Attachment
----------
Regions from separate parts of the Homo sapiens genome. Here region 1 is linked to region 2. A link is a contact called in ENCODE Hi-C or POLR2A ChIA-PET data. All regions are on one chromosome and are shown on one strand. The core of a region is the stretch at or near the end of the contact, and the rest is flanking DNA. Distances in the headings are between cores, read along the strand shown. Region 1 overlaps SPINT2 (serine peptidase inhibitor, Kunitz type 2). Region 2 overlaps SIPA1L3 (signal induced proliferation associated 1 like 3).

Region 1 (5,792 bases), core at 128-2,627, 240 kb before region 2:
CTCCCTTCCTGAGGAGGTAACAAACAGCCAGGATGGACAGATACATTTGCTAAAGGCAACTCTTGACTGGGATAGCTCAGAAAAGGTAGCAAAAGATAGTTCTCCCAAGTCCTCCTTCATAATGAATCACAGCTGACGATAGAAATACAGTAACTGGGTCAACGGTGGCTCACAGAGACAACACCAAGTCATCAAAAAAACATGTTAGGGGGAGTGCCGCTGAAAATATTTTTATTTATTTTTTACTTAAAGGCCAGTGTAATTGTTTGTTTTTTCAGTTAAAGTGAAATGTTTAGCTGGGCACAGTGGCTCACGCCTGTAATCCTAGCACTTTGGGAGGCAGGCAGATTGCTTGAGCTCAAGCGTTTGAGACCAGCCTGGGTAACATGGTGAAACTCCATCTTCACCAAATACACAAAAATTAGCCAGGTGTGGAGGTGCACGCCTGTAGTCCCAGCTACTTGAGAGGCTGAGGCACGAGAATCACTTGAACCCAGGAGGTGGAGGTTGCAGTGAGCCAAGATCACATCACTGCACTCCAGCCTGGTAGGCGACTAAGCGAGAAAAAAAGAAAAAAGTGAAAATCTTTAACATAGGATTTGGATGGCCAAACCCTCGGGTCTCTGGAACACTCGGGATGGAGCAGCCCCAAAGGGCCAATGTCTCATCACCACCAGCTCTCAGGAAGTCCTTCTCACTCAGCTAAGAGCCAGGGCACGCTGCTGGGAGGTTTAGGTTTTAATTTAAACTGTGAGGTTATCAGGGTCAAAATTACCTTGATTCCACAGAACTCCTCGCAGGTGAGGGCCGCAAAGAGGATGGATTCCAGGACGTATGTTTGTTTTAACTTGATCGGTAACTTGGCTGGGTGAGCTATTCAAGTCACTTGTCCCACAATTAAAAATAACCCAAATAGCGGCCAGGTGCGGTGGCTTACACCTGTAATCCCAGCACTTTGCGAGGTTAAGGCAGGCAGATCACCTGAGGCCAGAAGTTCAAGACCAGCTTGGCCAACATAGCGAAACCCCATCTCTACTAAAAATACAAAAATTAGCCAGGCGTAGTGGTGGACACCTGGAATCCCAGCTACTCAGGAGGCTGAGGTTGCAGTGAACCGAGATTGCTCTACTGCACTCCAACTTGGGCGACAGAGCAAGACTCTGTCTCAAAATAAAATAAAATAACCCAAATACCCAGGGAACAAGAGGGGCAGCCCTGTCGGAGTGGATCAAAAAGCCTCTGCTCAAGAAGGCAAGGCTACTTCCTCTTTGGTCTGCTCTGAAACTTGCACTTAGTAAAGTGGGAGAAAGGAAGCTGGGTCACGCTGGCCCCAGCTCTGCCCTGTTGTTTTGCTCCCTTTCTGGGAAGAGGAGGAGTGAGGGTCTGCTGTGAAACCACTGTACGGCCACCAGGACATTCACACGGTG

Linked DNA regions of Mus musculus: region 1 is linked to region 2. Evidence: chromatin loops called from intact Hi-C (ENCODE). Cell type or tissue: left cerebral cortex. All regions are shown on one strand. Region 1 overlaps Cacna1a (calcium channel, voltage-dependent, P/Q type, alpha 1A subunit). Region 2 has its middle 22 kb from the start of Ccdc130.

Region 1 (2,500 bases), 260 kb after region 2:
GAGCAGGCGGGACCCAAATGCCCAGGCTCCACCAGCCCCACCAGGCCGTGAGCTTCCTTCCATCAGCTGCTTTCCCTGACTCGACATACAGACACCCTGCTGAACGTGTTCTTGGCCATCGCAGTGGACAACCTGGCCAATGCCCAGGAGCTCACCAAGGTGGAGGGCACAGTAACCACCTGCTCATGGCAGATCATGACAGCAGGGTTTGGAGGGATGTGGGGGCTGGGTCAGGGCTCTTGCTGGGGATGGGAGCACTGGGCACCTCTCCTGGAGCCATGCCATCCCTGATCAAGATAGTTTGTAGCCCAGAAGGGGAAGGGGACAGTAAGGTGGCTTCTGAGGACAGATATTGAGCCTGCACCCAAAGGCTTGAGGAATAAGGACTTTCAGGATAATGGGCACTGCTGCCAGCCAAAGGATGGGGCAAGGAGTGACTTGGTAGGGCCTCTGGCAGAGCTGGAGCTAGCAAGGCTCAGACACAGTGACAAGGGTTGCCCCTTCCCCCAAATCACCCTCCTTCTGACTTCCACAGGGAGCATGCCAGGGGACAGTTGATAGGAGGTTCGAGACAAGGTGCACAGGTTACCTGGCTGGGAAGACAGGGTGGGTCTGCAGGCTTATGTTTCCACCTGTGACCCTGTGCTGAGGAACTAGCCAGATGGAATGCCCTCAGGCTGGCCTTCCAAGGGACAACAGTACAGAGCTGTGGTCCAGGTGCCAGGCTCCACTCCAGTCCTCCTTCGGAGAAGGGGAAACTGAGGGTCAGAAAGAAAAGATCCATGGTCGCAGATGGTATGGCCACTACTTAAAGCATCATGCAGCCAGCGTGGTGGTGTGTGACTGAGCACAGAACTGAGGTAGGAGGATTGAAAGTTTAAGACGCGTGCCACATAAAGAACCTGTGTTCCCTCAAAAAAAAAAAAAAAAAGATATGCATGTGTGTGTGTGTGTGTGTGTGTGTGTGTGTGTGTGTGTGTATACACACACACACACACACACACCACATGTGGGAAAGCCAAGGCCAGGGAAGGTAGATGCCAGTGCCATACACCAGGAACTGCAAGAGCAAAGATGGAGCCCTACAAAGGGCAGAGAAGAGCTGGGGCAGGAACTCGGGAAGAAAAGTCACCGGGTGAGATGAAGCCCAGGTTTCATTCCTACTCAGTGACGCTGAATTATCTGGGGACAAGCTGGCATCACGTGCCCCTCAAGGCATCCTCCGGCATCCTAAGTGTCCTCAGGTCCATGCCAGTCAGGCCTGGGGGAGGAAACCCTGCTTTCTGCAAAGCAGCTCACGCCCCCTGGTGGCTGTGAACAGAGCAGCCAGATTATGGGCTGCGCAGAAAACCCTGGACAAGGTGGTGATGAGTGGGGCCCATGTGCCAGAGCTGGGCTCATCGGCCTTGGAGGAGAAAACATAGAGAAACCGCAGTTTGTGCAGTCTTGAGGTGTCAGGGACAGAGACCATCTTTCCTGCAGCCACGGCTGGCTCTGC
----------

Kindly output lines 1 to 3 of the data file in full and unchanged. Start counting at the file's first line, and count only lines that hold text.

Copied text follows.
Regions from separate parts of the Homo sapiens genome. Here region 1 is linked to region 2. A link is a contact called in ENCODE Hi-C or POLR2A ChIA-PET data. All regions are on one chromosome and are shown on one strand. The core of a region is the stretch at or near the end of the contact, and the rest is flanking DNA. Distances in the headings are between cores, read along the strand shown. Region 1 overlaps SPINT2 (serine peptidase inhibitor, Kunitz type 2). Region 2 overlaps SIPA1L3 (signal induced proliferation associated 1 like 3).

Region 1 (5,792 bases), core at 128-2,627, 240 kb before region 2:
CTCCCTTCCTGAGGAGGTAACAAACAGCCAGGATGGACAGATACATTTGCTAAAGGCAACTCTTGACTGGGATAGCTCAGAAAAGGTAGCAAAAGATAGTTCTCCCAAGTCCTCCTTCATAATGAATCACAGCTGACGATAGAAATACAGTAACTGGGTCAACGGTGGCTCACAGAGACAACACCAAGTCATCAAAAAAACATGTTAGGGGGAGTGCCGCTGAAAATATTTTTATTTATTTTTTACTTAAAGGCCAGTGTAATTGTTTGTTTTTTCAGTTAAAGTGAAATGTTTAGCTGGGCACAGTGGCTCACGCCTGTAATCCTAGCACTTTGGGAGGCAGGCAGATTGCTTGAGCTCAAGCGTTTGAGACCAGCCTGGGTAACATGGTGAAACTCCATCTTCACCAAATACACAAAAATTAGCCAGGTGTGGAGGTGCACGCCTGTAGTCCCAGCTACTTGAGAGGCTGAGGCACGAGAATCACTTGAACCCAGGAGGTGGAGGTTGCAGTGAGCCAAGATCACATCACTGCACTCCAGCCTGGTAGGCGACTAAGCGAGAAAAAAAGAAAAAAGTGAAAATCTTTAACATAGGATTTGGATGGCCAAACCCTCGGGTCTCTGGAACACTCGGGATGGAGCAGCCCCAAAGGGCCAATGTCTCATCACCACCAGCTCTCAGGAAGTCCTTCTCACTCAGCTAAGAGCCAGGGCACGCTGCTGGGAGGTTTAGGTTTTAATTTAAACTGTGAGGTTATCAGGGTCAAAATTACCTTGATTCCACAGAACTCCTCGCAGGTGAGGGCCGCAAAGAGGATGGATTCCAGGACGTATGTTTGTTTTAACTTGATCGGTAACTTGGCTGGGTGAGCTATTCAAGTCACTTGTCCCACAATTAAAAATAACCCAAATAGCGGCCAGGTGCGGTGGCTTACACCTGTAATCCCAGCACTTTGCGAGGTTAAGGCAGGCAGATCACCTGAGGCCAGAAGTTCAAGACCAGCTTGGCCAACATAGCGAAACCCCATCTCTACTAAAAATACAAAAATTAGCCAGGCGTAGTGGTGGACACCTGGAATCCCAGCTACTCAGGAGGCTGAGGTTGCAGTGAACCGAGATTGCTCTACTGCACTCCAACTTGGGCGACAGAGCAAGACTCTGTCTCAAAATAAAATAAAATAACCCAAATACCCAGGGAACAAGAGGGGCAGCCCTGTCGGAGTGGATCAAAAAGCCTCTGCTCAAGAAGGCAAGGCTACTTCCTCTTTGGTCTGCTCTGAAACTTGCACTTAGTAAAGTGGGAGAAAGGAAGCTGGGTCACGCTGGCCCCAGCTCTGCCCTGTTGTTTTGCTCCCTTTCTGGGAAGAGGAGGAGTGAGGGTCTGCTGTGAAACCACTGTACGGCCACCAGGACATTCACACGGTG